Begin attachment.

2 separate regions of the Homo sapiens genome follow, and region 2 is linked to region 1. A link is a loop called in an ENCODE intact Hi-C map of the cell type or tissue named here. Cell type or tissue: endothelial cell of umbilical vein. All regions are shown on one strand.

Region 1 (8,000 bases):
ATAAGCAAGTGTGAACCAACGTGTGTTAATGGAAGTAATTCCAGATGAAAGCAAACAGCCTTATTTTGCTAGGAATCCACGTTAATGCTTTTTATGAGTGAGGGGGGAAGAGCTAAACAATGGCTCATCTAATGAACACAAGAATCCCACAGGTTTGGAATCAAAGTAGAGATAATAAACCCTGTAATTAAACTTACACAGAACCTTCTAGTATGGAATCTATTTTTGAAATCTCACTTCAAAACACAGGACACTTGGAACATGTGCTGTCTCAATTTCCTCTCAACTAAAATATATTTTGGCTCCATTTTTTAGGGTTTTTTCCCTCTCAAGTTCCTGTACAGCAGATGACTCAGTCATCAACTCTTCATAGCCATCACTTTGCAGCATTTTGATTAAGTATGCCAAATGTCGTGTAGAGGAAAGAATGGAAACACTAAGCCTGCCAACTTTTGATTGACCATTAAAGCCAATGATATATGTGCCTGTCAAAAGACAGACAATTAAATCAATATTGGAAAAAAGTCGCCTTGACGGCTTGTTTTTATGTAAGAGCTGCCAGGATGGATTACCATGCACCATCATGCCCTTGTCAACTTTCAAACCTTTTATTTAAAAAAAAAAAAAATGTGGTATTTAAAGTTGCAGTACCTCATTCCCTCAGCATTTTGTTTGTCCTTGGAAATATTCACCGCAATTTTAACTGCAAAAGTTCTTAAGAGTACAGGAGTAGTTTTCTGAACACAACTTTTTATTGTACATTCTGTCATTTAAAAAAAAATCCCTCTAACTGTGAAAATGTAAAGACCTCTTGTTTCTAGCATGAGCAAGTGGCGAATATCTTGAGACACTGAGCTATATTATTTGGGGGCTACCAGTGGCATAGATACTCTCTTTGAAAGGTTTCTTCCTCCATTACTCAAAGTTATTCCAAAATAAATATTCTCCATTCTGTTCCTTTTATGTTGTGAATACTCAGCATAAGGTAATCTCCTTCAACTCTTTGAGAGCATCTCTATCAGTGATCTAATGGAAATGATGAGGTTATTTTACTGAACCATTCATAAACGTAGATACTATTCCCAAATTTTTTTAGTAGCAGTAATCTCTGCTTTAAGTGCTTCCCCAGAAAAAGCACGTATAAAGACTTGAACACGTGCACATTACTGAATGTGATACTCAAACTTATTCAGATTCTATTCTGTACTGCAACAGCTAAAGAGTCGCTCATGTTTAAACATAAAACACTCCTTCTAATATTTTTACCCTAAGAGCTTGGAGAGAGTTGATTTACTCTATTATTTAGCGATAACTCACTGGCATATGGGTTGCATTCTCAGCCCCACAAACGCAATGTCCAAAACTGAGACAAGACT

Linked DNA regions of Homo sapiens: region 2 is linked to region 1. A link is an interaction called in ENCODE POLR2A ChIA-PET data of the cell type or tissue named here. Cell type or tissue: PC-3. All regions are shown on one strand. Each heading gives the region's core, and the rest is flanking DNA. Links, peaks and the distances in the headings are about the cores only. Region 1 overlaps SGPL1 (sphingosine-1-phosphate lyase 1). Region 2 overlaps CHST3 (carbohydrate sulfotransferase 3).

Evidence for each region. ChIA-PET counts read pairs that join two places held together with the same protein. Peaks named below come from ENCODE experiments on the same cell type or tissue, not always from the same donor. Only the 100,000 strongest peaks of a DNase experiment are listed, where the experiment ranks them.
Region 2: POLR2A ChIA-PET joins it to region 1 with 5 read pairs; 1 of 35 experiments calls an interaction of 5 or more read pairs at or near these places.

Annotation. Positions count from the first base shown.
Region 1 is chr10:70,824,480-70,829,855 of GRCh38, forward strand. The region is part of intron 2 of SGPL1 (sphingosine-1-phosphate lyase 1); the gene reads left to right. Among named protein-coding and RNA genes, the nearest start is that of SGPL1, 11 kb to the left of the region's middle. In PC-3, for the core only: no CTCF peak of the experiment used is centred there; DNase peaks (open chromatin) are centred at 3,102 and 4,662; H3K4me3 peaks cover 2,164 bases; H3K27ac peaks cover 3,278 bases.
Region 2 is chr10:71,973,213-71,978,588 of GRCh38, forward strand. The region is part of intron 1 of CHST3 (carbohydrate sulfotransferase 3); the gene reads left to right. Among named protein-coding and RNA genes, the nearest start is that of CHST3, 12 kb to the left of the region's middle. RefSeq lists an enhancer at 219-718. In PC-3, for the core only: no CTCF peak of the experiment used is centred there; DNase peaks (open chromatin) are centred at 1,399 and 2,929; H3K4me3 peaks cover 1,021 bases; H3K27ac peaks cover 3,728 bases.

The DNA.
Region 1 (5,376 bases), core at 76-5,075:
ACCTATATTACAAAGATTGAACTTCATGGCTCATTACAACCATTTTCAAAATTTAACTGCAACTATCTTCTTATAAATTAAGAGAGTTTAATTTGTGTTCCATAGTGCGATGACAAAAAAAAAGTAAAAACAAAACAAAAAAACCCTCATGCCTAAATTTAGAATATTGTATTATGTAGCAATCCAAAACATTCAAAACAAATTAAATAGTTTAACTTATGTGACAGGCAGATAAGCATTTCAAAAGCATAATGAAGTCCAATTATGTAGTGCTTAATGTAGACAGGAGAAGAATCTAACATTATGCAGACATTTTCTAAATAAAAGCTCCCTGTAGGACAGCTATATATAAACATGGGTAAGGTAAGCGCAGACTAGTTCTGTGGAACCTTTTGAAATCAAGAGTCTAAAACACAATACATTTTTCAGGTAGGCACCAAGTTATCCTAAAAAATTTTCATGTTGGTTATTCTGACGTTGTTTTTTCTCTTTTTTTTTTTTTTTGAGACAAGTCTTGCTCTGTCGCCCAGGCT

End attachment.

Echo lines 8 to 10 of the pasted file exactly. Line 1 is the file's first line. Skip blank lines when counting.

Region 1 is chr10:70,824,480-70,829,855 of GRCh38, forward strand. The region is part of intron 2 of SGPL1 (sphingosine-1-phosphate lyase 1); the gene reads left to right. Among named protein-coding and RNA genes, the nearest start is that of SGPL1, 11 kb to the left of the region's middle. In PC-3, for the core only: no CTCF peak of the experiment used is centred there; DNase peaks (open chromatin) are centred at 3,102 and 4,662; H3K4me3 peaks cover 2,164 bases; H3K27ac peaks cover 3,278 bases.
Region 2 is chr10:71,973,213-71,978,588 of GRCh38, forward strand. The region is part of intron 1 of CHST3 (carbohydrate sulfotransferase 3); the gene reads left to right. Among named protein-coding and RNA genes, the nearest start is that of CHST3, 12 kb to the left of the region's middle. RefSeq lists an enhancer at 219-718. In PC-3, for the core only: no CTCF peak of the experiment used is centred there; DNase peaks (open chromatin) are centred at 1,399 and 2,929; H3K4me3 peaks cover 1,021 bases; H3K27ac peaks cover 3,728 bases.

The DNA.